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Some analytic models actually have him playing at a more valuable clip than his current cap-hit.
There are plenty of moving parts for Pearson next season. With players like J.T. Miller, Brock Boeser, and Conor Garland having their names in the rumour mill —  the Canucks may look to keep Pearson and that would likely be just fine with head coach Bruce Boudreau.
“He’s played on two Stanley Cup teams and that’s for a reason, he’s responsible,” said Boudreau in Thursday morning’s media availability. “Most times, he’s been a 20-goal scorer for a few years and he can put pucks in the net. He’s a guy that’s responsible that you can put him up there and know that he’s gonna be good for you. I just feel more comfortable when he’s on the ice and then when he’s not.”
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The question from the new management needs to be about what Pearson’s role will be when this team is competitive in the playoffs. He has two more years at a salary cap that is not massive but not peanuts either. If other teams are interested in Pearson’s pedigree, the Canucks should explore all of those options. Rumours suggested that Pearson could have been worth a second-round as recently as the 2021 trade deadline.
If another team is bullish on Pearson’s services, the Canucks should look to use him as a piece to help bolster their prospect pool that took a beating on social media the other day when I released the top-10 list that was written about here on CanucksArmy.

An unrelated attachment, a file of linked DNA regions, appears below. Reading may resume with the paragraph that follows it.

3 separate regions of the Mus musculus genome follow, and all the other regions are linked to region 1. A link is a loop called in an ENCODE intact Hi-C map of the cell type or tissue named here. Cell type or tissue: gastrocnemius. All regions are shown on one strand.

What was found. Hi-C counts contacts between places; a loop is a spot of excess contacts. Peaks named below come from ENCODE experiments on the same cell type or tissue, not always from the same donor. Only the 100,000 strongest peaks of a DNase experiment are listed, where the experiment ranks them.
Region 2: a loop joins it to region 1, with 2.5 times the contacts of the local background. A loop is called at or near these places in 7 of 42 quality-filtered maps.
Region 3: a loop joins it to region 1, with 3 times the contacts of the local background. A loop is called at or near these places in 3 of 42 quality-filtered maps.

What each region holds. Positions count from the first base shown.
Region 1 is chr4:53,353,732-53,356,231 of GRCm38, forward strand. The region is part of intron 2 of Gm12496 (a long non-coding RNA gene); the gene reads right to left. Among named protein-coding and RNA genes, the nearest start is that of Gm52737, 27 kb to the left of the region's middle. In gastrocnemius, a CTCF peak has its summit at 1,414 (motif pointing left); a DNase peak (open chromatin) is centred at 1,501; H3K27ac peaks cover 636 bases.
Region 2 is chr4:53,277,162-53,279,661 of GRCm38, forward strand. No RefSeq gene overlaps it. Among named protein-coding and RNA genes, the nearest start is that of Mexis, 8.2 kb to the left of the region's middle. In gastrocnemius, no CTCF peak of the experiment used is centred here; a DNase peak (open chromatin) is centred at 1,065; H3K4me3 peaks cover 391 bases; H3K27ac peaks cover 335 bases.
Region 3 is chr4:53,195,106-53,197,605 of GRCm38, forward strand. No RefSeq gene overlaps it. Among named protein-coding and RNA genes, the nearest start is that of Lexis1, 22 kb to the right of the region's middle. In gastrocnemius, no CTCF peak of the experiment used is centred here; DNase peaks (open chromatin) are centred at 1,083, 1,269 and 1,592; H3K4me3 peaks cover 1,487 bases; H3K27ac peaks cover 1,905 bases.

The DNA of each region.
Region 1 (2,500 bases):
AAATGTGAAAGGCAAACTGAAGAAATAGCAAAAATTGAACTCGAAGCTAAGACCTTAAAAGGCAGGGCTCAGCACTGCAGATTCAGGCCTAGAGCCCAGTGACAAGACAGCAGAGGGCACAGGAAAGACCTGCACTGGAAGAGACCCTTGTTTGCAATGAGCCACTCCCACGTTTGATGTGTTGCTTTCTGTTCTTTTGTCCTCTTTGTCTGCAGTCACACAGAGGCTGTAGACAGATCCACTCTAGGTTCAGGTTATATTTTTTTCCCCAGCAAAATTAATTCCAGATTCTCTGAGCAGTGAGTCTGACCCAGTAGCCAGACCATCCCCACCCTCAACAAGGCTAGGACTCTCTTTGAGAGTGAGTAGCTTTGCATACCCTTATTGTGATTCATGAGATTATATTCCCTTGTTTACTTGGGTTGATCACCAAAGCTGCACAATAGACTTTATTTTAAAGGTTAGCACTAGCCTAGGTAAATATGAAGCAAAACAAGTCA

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Whether you are adding draft picks or prospects, the Canucks should look to improve their chances of winning a Stanley Cup by exploring what Pearson can return in a trade. The trade to acquire Pearson clearly worked for the Canucks and the current extension that he is on may feel like an over-payment but doesn’t make his contract immovable.
The argument for Pearson to stay is that the Canucks are going to need top-six forwards and if he is able to continue playing at this level into his thirties, he provides value to the team. With him putting up a strong season and having two years left on his deal, it feels like this is the time to move on from him but another season and a half to raise his stock may make him an intriguing piece at the 2024 deadline. The problem there is that the Canucks should hope to be competitive at the 2024 deadline and you don’t want to be moving on from a middle-six player as you look to compete in the playoffs.